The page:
On this day, we felt it was important to share what the International Association for Suicide Prevention has written for this years World Suicide Prevention Day. The World Health Organization estimates that over 800,000 people die by suicide each year – that’s one person every 40 seconds. Up to 25 times as many again make a suicide attempt. The tragic ripple effect means that there are many, many more people who have been bereaved by suicide or have been close to someone who has tried to take his or her own life. And this is happening in spite of the fact that suicide is preventable. 'Connect, communicate, care' is the theme of the 2016 World Suicide Prevention Day. These three words are at the heart of suicide prevention.
Fostering connections with those who have lost a loved one to suicide or have been suicidal themselves is crucial to furthering suicide prevention efforts. Although every individual suicide is different, there are some common lessons to be learned. Those who have been on the brink of suicide themselves can help us understand the complex interplay of events and circumstances that led them to that point, and what saved them or helped them to choose a more life-affirming course of action. Those who have lost someone to suicide, or supported someone who was suicidal, can provide insights into how they moved forwards on their journey. The sheer numbers of people who have been affected by suicide would make this a formidable network.
Of course, these connections should be two-way. There will often be times when those who have been bereaved by suicide, and those who might be feeling suicidal themselves, need support. Keeping an eye out for them and checking that they are okay could make all the difference. Social connectedness reduces the risk of suicide, so being there for someone who has become disconnected can be a life-saving act. Connecting them with formal and informal supports may also help to prevent suicide. Individuals, organizations and communities all have a responsibility here.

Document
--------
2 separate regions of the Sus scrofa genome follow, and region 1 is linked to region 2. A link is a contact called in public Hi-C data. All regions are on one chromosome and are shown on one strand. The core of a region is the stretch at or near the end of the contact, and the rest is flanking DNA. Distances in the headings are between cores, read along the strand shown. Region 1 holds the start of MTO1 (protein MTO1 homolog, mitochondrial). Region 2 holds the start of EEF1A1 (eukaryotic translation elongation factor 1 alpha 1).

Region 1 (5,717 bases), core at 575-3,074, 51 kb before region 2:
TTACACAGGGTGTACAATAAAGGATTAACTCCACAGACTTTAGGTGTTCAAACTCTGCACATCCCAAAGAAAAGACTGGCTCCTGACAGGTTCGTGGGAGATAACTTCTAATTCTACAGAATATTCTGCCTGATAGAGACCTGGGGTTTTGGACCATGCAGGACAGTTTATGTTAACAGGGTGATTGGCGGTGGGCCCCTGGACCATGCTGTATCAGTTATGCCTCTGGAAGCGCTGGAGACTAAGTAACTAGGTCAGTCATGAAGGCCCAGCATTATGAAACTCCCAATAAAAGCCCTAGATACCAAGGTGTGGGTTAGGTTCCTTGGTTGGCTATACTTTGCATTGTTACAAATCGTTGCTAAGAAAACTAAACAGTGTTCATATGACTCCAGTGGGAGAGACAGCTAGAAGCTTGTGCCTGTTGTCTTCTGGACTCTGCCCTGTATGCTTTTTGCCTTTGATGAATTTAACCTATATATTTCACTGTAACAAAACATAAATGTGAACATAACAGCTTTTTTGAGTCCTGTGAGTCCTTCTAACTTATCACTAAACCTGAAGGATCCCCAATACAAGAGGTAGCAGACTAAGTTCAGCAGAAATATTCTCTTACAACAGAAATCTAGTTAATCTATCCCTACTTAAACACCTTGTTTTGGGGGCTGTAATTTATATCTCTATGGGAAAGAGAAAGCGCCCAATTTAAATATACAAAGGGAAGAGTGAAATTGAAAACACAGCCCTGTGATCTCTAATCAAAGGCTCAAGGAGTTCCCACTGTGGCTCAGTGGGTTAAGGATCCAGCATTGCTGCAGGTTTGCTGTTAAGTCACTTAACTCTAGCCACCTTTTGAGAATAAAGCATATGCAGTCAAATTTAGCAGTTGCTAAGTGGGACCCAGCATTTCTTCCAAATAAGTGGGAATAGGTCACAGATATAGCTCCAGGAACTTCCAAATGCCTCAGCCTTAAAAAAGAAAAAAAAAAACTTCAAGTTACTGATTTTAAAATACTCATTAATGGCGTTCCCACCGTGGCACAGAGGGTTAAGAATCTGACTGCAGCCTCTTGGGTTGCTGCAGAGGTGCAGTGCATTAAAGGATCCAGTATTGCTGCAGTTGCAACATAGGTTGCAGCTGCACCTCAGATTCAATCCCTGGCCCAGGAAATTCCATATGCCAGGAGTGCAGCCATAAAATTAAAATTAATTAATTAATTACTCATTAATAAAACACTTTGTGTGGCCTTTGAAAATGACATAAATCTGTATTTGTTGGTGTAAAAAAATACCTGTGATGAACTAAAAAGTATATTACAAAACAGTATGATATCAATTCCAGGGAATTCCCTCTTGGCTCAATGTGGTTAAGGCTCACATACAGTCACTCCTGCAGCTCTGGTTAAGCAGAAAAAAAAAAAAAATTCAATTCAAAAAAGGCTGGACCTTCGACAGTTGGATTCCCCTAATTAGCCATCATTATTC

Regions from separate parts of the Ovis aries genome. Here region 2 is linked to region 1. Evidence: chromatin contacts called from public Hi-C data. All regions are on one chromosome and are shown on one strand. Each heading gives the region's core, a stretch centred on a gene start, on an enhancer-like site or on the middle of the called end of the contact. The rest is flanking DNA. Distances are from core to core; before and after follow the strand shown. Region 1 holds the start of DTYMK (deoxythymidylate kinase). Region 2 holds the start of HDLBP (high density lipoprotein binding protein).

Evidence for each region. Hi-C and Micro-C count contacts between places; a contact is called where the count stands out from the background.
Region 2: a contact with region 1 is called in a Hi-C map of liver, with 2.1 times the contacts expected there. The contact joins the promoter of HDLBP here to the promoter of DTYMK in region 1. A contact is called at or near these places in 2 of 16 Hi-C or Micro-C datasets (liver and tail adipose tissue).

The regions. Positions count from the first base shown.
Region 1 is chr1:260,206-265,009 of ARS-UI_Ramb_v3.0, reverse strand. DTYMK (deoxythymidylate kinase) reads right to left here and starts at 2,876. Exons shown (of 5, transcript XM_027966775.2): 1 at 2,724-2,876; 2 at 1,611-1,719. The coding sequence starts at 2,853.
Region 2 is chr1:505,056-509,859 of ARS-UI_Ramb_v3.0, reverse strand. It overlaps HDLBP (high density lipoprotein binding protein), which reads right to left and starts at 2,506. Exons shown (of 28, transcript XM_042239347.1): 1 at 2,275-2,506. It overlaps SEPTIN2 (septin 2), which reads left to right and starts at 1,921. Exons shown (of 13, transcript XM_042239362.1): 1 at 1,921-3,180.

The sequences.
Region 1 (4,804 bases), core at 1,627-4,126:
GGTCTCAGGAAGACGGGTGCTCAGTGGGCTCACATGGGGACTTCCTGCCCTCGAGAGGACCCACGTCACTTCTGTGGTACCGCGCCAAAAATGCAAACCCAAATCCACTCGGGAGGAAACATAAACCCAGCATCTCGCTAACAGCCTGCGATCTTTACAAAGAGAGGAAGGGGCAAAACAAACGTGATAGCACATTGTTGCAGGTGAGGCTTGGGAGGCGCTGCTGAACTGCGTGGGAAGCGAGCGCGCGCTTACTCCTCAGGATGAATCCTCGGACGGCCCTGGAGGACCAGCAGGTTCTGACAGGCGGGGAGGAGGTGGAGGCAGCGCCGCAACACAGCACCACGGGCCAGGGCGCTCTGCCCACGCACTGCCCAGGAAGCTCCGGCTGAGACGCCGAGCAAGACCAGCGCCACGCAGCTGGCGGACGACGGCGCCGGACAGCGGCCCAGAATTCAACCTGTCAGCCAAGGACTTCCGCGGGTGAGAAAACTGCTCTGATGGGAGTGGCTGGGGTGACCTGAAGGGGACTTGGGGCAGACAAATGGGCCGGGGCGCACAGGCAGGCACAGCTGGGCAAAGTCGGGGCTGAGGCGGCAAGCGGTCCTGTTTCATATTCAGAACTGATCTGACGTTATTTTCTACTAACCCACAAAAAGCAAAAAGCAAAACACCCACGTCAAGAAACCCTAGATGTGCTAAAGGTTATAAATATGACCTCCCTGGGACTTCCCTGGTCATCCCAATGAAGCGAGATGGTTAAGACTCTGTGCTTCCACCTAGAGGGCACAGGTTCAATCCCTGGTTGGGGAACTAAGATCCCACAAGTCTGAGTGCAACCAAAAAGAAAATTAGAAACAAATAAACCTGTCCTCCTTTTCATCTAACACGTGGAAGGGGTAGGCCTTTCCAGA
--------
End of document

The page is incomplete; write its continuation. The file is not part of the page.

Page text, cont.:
Open communication is vital if we are to combat suicide. In many communities, suicide is shrouded in silence or spoken of only in hushed tones. We need to discuss suicide as we would any other public health issue if we are to dispel myths about it and reduce the stigma surrounding it. This is not to say that we shouldn’t exercise necessary caution; we don’t want to normalize suicide either. Careful, considered messages about suicide and its prevention are warranted, as is an awareness of how different groups of individuals may receive and interpret this information.
Equipping people to communicate effectively with those who might be vulnerable to suicide is an important part of any suicide prevention strategy. Broaching the subject of suicide is difficult, and these sorts of conversations are often avoided. There are some simple tips that can help, however. Most of these relate to showing compassion and empathy, and listening in a non-judgemental way. People who have come through an episode of extreme suicidal thinking often say that sensitively-managed conversations with others helped them on their course to recovery.
All the connecting and communicating in the world will have no effect without the final ingredient – care. We need to make sure that policy-makers and planners care enough about suicide prevention to make it a priority, and to fund it at a level that is commensurate with its significance as a public health problem.
We need to make sure that clinicians and other service providers care enough about it to make suicide prevention their core business. And we need to make sure that communities care enough about it to be able to identify and support those who may be at heightened risk.
Most of all, we need to ensure that we are caring ourselves. We need to look out for others who may be struggling, and let them tell their story in their own way and at their own pace. Those who have been affected by suicide have much to teach us in this regard.